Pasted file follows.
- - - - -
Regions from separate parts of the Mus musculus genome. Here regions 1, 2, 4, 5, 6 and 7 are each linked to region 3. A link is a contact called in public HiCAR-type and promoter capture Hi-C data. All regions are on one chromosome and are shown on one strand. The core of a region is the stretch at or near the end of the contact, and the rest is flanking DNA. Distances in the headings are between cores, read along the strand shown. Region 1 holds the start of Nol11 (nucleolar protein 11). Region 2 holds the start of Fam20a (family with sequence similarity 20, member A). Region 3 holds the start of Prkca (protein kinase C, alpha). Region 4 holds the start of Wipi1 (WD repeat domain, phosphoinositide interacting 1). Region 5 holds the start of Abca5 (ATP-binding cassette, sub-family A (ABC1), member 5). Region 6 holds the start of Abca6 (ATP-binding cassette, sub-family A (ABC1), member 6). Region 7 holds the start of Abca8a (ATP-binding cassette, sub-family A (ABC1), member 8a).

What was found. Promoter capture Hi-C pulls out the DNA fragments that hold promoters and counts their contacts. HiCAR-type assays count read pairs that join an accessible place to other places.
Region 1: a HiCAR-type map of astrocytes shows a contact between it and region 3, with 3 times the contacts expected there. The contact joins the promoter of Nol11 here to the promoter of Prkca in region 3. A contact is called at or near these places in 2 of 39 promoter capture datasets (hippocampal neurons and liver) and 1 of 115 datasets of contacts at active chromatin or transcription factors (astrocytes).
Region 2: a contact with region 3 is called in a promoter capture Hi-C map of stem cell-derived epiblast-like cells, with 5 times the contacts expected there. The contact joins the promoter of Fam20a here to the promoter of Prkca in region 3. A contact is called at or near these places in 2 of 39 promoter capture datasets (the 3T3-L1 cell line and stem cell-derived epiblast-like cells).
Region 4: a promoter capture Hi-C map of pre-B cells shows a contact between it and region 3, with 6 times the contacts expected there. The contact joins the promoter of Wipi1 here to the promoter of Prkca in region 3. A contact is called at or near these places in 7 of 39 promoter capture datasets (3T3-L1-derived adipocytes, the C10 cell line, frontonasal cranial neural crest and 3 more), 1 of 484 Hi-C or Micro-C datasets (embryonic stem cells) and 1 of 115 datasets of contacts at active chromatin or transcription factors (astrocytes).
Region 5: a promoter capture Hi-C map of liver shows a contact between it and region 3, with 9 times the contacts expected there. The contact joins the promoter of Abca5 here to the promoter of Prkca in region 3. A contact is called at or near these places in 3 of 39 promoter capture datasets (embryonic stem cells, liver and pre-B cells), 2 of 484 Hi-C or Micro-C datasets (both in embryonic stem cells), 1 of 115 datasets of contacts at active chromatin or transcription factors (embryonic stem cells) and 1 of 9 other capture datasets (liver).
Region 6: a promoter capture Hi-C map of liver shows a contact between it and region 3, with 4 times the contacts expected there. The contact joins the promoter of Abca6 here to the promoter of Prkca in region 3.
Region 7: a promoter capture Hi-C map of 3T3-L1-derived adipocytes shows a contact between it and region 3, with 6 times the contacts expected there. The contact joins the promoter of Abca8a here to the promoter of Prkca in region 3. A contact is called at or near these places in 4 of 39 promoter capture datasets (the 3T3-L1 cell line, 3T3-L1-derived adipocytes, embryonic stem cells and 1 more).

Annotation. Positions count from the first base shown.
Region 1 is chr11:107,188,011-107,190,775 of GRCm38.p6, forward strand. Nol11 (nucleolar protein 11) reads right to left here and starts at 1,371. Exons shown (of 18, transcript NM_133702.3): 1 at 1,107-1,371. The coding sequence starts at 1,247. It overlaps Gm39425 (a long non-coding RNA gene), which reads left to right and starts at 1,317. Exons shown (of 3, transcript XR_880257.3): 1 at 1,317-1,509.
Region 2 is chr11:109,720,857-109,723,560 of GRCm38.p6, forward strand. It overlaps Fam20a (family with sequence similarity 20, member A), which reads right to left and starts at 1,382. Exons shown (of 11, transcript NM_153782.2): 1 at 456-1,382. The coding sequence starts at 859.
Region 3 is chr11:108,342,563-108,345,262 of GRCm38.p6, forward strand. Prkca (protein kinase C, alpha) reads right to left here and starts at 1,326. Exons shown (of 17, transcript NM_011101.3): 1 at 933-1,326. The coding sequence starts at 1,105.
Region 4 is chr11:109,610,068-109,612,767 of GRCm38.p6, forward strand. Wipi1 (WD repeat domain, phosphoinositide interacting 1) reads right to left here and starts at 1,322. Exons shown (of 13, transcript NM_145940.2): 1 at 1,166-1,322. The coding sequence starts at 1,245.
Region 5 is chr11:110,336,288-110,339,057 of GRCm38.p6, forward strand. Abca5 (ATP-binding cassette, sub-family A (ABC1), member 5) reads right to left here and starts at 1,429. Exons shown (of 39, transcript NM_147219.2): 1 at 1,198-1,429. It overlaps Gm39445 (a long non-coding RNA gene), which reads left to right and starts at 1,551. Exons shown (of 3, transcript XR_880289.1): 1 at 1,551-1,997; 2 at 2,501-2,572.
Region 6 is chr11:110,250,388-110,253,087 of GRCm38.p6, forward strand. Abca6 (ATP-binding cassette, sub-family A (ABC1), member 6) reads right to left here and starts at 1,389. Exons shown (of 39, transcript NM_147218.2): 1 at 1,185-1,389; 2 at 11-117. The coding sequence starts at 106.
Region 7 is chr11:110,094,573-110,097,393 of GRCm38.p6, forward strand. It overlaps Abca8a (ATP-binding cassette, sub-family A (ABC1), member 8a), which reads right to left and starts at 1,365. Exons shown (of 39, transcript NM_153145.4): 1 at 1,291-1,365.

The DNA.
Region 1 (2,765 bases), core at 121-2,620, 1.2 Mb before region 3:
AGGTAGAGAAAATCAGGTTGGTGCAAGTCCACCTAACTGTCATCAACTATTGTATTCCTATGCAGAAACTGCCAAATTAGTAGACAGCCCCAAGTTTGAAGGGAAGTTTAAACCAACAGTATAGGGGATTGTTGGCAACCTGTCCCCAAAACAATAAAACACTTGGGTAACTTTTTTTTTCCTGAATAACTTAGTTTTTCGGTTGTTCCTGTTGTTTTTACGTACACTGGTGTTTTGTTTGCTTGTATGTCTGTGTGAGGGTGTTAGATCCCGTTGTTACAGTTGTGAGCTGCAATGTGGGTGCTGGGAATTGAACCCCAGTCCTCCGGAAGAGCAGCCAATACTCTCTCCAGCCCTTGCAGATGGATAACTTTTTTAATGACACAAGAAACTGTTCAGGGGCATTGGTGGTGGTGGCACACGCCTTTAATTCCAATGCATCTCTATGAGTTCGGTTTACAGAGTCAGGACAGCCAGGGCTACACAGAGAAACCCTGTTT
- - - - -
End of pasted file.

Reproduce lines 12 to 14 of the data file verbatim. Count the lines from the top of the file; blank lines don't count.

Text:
Region 3 is chr11:108,342,563-108,345,262 of GRCm38.p6, forward strand. Prkca (protein kinase C, alpha) reads right to left here and starts at 1,326. Exons shown (of 17, transcript NM_011101.3): 1 at 933-1,326. The coding sequence starts at 1,105.
Region 4 is chr11:109,610,068-109,612,767 of GRCm38.p6, forward strand. Wipi1 (WD repeat domain, phosphoinositide interacting 1) reads right to left here and starts at 1,322. Exons shown (of 13, transcript NM_145940.2): 1 at 1,166-1,322. The coding sequence starts at 1,245.
Region 5 is chr11:110,336,288-110,339,057 of GRCm38.p6, forward strand. Abca5 (ATP-binding cassette, sub-family A (ABC1), member 5) reads right to left here and starts at 1,429. Exons shown (of 39, transcript NM_147219.2): 1 at 1,198-1,429. It overlaps Gm39445 (a long non-coding RNA gene), which reads left to right and starts at 1,551. Exons shown (of 3, transcript XR_880289.1): 1 at 1,551-1,997; 2 at 2,501-2,572.